Images and text ©Chris Wormald 2014 – use only after a fee has been paid and permission granted.
Caen is a modern university city crammed with 21st century consumerist delights (if you like that sort of thing). The huge ramparts of William the Conqueror’s chateau, with a great art gallery and museum within, dominate the semi pedestrianized shopping centre and make a very impressive sight of flags and stone.
Caen suffered massive damage during the Second World War and a lot of the city centre is bland and rebuilt, but with a great tram system and buses to everywhere . However if you walk towards the lovely Abbaye aux Hommes you will find vestiges of the old city. There are many antique shops and an extraordinary number of bars and restaurants with pavement seating for visitors and students who mingle with the locals in the lovely Place St. Saveur. The Abbaye aux Dames at the other end of the centre is also a must see.
Some fascinating old streets (one full of antiquarian and modern bookshops) are ready to explore and boutiques abound for well heeled clothes shoppers. A favourite street of mine (photographically) is Rue Froide which seems to attract an interesting crowd.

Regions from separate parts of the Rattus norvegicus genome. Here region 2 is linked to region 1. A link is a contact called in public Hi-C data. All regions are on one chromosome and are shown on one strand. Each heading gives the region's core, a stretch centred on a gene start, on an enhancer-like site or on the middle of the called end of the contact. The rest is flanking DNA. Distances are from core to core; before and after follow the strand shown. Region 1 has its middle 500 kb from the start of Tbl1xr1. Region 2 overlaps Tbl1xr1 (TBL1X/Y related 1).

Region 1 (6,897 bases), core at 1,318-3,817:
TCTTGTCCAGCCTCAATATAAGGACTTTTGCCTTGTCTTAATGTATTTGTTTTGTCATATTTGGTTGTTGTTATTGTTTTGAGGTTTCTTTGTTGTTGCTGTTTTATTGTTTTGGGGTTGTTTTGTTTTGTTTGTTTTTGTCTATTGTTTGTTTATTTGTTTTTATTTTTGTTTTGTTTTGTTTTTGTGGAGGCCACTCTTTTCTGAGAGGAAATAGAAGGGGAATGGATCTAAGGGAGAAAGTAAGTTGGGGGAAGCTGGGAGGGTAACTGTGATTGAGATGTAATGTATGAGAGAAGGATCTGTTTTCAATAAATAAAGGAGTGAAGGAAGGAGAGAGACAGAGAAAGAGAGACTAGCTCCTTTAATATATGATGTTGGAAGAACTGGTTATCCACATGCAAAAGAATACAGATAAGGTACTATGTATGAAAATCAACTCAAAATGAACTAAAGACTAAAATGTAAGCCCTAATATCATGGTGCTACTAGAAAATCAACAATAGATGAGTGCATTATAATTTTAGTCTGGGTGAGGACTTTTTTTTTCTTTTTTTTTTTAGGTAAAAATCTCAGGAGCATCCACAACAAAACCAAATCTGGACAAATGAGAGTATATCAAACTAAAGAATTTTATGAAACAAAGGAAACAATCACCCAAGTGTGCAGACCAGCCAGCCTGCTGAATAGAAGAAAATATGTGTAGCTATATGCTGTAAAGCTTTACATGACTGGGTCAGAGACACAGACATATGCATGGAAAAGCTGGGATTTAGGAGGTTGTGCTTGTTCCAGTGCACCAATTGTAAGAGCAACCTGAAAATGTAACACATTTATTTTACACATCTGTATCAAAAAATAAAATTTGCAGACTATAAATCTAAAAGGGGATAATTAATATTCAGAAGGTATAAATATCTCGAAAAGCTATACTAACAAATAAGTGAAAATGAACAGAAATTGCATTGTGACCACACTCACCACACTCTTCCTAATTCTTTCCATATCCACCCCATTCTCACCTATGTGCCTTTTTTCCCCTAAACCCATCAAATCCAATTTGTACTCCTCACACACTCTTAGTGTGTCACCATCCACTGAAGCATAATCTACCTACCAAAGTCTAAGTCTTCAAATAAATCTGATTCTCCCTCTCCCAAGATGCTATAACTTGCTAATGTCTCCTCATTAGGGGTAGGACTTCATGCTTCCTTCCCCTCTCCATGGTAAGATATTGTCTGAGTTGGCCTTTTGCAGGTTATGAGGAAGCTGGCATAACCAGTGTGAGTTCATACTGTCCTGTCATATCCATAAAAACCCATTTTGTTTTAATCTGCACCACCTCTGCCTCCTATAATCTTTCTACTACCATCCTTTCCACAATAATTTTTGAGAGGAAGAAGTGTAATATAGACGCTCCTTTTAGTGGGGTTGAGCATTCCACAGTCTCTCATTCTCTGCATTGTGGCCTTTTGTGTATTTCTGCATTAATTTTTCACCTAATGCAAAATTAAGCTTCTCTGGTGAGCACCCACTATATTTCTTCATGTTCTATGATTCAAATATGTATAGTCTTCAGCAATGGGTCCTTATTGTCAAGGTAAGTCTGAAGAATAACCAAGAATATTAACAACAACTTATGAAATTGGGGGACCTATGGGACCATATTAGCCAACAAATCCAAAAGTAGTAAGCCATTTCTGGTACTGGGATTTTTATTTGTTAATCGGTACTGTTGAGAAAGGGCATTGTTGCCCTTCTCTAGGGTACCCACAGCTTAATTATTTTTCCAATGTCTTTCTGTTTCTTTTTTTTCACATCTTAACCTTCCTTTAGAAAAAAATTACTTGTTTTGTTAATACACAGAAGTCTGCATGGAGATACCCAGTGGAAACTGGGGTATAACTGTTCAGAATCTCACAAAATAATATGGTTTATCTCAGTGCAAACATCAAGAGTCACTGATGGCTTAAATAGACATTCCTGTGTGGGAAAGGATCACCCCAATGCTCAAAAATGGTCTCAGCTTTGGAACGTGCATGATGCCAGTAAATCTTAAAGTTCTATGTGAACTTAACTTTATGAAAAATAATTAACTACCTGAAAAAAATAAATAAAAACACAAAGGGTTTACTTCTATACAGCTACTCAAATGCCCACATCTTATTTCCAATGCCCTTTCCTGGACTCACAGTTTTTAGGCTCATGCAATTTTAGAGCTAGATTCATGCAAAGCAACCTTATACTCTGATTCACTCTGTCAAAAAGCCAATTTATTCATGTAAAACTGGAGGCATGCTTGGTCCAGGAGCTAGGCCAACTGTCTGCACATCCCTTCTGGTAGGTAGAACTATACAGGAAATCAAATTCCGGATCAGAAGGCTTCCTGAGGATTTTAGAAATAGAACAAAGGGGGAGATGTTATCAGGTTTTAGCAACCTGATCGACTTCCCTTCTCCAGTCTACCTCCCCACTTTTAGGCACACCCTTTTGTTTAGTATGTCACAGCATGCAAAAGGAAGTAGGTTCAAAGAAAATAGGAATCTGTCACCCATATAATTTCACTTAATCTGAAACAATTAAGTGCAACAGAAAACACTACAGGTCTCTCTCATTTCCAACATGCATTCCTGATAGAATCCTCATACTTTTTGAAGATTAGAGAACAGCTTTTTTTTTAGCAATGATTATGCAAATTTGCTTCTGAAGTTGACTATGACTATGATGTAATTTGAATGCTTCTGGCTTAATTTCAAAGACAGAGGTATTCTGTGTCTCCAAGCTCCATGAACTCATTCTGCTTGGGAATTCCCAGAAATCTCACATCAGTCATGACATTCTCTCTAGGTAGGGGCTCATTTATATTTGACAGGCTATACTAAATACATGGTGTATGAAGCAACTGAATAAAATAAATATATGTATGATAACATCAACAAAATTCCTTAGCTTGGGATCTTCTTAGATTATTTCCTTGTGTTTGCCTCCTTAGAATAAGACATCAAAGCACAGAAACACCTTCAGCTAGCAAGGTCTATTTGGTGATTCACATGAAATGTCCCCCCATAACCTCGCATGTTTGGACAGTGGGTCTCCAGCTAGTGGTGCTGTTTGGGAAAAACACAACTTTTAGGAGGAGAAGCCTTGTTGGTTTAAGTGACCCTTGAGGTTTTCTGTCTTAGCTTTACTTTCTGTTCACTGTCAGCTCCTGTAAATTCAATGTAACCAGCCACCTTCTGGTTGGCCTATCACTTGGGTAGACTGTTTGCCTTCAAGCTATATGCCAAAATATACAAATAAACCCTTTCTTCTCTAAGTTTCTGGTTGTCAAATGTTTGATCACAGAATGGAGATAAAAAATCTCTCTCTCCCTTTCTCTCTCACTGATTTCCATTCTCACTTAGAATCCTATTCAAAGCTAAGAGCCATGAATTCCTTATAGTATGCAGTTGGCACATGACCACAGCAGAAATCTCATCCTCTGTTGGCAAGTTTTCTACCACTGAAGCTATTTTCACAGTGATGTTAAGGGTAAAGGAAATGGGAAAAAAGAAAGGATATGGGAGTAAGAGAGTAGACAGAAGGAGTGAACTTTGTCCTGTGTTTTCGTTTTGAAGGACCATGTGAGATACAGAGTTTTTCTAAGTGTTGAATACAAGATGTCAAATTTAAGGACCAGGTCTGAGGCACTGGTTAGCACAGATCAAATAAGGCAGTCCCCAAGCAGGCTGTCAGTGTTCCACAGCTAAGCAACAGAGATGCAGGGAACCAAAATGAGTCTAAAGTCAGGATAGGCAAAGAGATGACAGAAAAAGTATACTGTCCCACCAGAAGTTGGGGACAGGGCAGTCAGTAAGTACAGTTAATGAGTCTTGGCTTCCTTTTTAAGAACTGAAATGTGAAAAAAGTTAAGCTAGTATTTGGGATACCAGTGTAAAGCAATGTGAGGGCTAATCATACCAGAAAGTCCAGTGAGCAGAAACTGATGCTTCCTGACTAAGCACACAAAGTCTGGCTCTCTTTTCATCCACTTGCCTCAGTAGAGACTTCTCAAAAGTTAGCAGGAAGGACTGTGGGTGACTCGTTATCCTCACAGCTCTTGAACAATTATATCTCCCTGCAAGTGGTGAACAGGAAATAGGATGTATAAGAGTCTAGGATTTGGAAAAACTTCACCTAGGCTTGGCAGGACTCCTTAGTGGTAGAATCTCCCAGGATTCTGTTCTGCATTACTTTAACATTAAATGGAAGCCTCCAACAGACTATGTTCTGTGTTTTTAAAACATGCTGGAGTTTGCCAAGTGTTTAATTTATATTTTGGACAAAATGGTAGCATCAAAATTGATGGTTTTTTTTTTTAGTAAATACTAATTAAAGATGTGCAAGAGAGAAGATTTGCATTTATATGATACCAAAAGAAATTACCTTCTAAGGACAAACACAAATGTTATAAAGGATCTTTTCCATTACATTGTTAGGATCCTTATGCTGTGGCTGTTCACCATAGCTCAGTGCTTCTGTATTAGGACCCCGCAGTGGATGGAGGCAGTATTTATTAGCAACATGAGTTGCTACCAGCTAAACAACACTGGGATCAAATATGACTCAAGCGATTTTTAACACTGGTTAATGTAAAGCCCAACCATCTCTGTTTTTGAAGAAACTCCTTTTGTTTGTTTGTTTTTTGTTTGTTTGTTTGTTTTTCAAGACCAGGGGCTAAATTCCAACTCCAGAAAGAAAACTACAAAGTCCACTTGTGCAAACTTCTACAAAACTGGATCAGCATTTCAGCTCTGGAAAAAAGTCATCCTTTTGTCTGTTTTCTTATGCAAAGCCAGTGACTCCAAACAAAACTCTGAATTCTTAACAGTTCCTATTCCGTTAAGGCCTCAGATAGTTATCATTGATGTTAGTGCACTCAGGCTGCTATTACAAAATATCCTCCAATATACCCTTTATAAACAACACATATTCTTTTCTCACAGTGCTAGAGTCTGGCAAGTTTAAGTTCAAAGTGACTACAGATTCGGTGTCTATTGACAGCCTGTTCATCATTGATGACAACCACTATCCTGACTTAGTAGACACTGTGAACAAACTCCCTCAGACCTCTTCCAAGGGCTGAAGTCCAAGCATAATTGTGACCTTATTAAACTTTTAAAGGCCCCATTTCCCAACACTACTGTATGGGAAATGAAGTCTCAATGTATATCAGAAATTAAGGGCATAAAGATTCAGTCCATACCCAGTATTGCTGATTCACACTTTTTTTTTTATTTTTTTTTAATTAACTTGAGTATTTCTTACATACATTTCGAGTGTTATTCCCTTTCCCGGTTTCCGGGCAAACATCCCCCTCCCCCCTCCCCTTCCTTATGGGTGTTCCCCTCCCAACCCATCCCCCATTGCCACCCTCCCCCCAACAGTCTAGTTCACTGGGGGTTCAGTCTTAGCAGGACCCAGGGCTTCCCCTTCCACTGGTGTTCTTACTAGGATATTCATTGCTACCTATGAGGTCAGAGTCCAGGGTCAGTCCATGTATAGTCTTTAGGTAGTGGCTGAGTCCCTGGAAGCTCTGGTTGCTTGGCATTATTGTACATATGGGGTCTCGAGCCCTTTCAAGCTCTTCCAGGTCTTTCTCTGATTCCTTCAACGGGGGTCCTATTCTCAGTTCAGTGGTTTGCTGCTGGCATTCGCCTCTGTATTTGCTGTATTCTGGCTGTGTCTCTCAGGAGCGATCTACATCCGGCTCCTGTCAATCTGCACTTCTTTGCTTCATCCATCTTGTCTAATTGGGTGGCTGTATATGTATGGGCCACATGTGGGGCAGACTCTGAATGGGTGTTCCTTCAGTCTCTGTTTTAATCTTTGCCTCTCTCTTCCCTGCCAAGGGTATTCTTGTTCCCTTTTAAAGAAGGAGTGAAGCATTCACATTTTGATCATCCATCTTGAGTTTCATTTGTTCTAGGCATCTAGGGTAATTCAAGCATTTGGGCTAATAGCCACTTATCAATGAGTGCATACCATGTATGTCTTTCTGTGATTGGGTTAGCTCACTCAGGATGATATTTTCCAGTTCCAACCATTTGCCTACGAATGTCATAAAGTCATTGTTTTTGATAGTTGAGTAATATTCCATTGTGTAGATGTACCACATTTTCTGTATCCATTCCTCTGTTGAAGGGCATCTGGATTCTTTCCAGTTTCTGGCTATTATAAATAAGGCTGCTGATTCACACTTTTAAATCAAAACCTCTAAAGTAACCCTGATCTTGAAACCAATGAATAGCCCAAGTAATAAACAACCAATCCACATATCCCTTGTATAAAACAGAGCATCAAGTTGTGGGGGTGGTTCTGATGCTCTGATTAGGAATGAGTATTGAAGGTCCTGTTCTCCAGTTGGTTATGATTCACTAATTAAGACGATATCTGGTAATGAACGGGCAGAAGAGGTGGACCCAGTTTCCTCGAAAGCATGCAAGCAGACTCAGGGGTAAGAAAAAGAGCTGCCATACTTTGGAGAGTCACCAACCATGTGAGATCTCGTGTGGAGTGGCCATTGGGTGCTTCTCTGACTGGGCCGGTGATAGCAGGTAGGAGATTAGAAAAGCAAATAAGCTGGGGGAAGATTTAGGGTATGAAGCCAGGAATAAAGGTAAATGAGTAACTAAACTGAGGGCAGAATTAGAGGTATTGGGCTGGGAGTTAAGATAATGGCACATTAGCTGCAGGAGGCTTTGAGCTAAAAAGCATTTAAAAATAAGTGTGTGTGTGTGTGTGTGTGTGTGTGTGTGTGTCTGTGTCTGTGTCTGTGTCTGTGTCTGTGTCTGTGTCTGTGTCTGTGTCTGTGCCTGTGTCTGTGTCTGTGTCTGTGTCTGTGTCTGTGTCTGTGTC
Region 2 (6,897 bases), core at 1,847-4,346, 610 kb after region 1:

The Porte de Plaisance with its floating harbour has some interesting sailing craft plus lots of bars and clubs. Very lively in the evening, I surmise. More surprising however, on Sunday mornings, the area attracts crowds when the large car-park and some adjoining streets are given over to a large market selling food and what-have-you, including some North African items attracting some of the large ethnic population in Basse Normandie.
The Stranger’s Cemetery up by the Botanic Gardens has poignant and neglected reminders of past lives.
Spending time inside and outside glasshouses at the Jardin des Plantes is worthwhile. There are some grand structural plants and a sweet meditation area with a very green Buddha.
Living as I do, in a very quiet rural area, a trip to Caen means stepping into the modern world. It represents an extraordinary change of gear, just over an hour’s drive from my tree fringed, 200+ year old, peaceful, solar powered stone cottage.
Don’t look now, but American culture is creeping closer, as this diner in Mondeville seems to indicate.